Listening to music also helps me concentrate, as long as it's music I know well, otherwise my minds pays too much attention to the new lyrics and music. 

Reclaiming your attention does a lot to "protect" your creativity in my experience but here are a couple techniques more focused on creativity itself..

I've stopped listening to podcasts and audiobooks while exercising (usually running or cycling). I've found that physical exertion combined with being outside frees my mind to think new thoughts. Many of my ideas for blog posts, applications, or activities come during this time. Bring a means of capturing those ideas with you!

That's the name of a daily activity in my task list. It's there to remind me that I want to create something every day. It doesn't have to be big, it doesn't have to be amazing, it just needs to be something: a draft of a blog post, a drawing, a poem to my lovely wife. They all count. And the great thing is that once you get started doing something creative, it's a lot easier to keep going.

Finally done with this post! Can't wait to see what's arrived in my twitter feed! :-)

World Population by Time Zone

Cory Doctorow, scifi author and BoingBoing co-founder, once wrote a scifi novel called Eastern Standard Tribe (available free). It was fun read but what I enjoyed most was his idea that people would belong to a "tribe" based on their time zone. In Doctorow's world, your loyalties lie not with the country of your birth but with the people who are up when you are.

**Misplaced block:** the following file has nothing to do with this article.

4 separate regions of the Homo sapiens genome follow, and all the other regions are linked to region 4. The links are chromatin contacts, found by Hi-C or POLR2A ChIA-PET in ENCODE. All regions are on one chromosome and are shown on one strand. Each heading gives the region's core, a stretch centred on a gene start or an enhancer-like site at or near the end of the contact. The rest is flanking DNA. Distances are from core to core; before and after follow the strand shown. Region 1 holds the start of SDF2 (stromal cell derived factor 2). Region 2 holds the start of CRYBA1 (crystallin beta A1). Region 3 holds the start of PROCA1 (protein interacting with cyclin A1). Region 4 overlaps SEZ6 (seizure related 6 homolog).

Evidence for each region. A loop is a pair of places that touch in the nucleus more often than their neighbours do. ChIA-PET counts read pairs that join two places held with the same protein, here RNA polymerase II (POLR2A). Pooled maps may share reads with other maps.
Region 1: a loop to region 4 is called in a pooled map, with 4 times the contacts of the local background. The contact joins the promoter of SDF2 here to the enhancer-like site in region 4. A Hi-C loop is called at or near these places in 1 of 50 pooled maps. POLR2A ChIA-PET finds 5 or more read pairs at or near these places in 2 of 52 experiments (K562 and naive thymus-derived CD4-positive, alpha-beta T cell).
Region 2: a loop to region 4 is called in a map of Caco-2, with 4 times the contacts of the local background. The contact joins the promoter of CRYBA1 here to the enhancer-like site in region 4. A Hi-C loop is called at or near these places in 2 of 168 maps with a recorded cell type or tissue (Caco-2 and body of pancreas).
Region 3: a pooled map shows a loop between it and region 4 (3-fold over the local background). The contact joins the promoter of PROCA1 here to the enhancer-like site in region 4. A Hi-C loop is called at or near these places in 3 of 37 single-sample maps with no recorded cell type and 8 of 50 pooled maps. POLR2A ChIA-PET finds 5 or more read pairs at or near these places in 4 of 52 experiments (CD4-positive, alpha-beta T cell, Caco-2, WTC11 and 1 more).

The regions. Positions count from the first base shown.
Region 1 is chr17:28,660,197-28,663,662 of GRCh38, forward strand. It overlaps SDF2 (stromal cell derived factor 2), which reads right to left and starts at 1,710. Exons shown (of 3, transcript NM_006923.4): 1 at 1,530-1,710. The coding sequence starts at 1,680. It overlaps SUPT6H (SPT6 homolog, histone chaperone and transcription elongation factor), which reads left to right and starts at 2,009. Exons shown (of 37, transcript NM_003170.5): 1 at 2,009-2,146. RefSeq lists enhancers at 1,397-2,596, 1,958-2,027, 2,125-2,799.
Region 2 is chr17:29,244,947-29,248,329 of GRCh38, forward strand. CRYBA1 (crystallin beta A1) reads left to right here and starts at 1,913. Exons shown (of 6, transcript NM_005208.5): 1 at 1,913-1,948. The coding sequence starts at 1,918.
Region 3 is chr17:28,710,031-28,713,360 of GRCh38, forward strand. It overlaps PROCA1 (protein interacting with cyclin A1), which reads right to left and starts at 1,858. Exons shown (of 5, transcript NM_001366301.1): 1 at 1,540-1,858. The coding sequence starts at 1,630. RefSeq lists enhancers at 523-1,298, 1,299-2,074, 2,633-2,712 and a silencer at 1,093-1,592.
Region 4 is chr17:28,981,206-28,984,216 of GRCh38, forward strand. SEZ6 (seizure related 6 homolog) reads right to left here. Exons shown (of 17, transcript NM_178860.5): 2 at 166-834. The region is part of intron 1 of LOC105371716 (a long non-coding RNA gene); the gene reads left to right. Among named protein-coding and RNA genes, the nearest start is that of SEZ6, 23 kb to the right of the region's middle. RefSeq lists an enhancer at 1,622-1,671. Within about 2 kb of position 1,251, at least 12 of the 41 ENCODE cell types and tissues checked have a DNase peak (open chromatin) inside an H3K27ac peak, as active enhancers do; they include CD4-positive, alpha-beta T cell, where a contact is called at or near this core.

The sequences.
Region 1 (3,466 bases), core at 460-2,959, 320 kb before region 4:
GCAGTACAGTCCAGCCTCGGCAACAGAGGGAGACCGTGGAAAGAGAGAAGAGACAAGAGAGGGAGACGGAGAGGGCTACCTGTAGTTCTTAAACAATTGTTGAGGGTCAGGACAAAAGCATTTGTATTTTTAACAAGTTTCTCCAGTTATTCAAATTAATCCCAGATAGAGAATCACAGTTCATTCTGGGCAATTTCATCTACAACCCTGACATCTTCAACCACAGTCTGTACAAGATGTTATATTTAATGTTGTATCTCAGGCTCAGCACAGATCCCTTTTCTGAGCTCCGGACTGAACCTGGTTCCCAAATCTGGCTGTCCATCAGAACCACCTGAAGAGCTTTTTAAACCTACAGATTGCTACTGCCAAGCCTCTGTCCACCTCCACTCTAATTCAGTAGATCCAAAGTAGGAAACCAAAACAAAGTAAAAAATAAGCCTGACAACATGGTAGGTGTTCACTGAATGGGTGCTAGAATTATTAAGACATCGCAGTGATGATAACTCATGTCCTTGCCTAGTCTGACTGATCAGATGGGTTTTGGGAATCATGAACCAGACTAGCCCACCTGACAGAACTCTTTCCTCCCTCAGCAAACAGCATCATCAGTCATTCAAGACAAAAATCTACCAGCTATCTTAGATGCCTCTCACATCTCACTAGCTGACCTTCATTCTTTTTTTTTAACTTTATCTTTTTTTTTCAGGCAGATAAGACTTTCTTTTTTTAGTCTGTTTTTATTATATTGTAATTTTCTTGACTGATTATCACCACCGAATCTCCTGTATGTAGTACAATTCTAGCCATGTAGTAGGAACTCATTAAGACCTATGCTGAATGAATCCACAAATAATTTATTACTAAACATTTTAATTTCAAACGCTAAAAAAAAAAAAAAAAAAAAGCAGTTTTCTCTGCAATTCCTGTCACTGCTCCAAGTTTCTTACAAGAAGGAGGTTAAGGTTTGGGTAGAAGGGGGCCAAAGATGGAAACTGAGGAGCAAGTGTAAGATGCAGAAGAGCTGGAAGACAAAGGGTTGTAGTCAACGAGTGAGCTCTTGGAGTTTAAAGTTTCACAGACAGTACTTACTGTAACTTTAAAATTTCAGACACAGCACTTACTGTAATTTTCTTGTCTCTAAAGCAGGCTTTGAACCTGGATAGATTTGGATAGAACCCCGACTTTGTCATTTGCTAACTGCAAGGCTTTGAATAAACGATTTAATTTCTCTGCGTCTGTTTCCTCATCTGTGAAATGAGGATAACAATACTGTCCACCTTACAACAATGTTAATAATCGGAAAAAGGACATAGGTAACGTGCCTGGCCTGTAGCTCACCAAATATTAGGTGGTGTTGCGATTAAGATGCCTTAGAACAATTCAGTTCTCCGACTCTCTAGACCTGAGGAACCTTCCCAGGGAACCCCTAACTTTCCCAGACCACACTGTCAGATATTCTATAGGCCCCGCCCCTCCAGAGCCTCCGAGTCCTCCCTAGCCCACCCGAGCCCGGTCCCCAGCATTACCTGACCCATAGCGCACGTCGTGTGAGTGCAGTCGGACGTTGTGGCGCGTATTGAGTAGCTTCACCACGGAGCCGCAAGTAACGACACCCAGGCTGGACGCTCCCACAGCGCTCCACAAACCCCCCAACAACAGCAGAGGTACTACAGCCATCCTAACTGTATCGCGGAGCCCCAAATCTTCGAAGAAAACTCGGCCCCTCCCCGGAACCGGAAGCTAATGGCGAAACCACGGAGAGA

This evening I was thinking about this novel and idly wondered which tribe would be the biggest? In other words, which time zone is the most highly populated?

Looking at a map, the answer was obvious: it had to be UTC+8 which includes not only China but Malaysia, the Philippines, and more.

Still, the fun of such a frivolous question is less in the answer than in the answering, so I fired up Mathematica and a few calculations later generated this graph.

I cheated a little by using a simplifying assumption: if a country has multiple time zones, I divide its population evenly between them. This inaccuracy doesn't change the fact that our top three are... <drumroll>
  1. UTC+8: China and others
  2. UTC+5.5: India and others
  3. UTC+1: Western Europe and a good chunk of Africa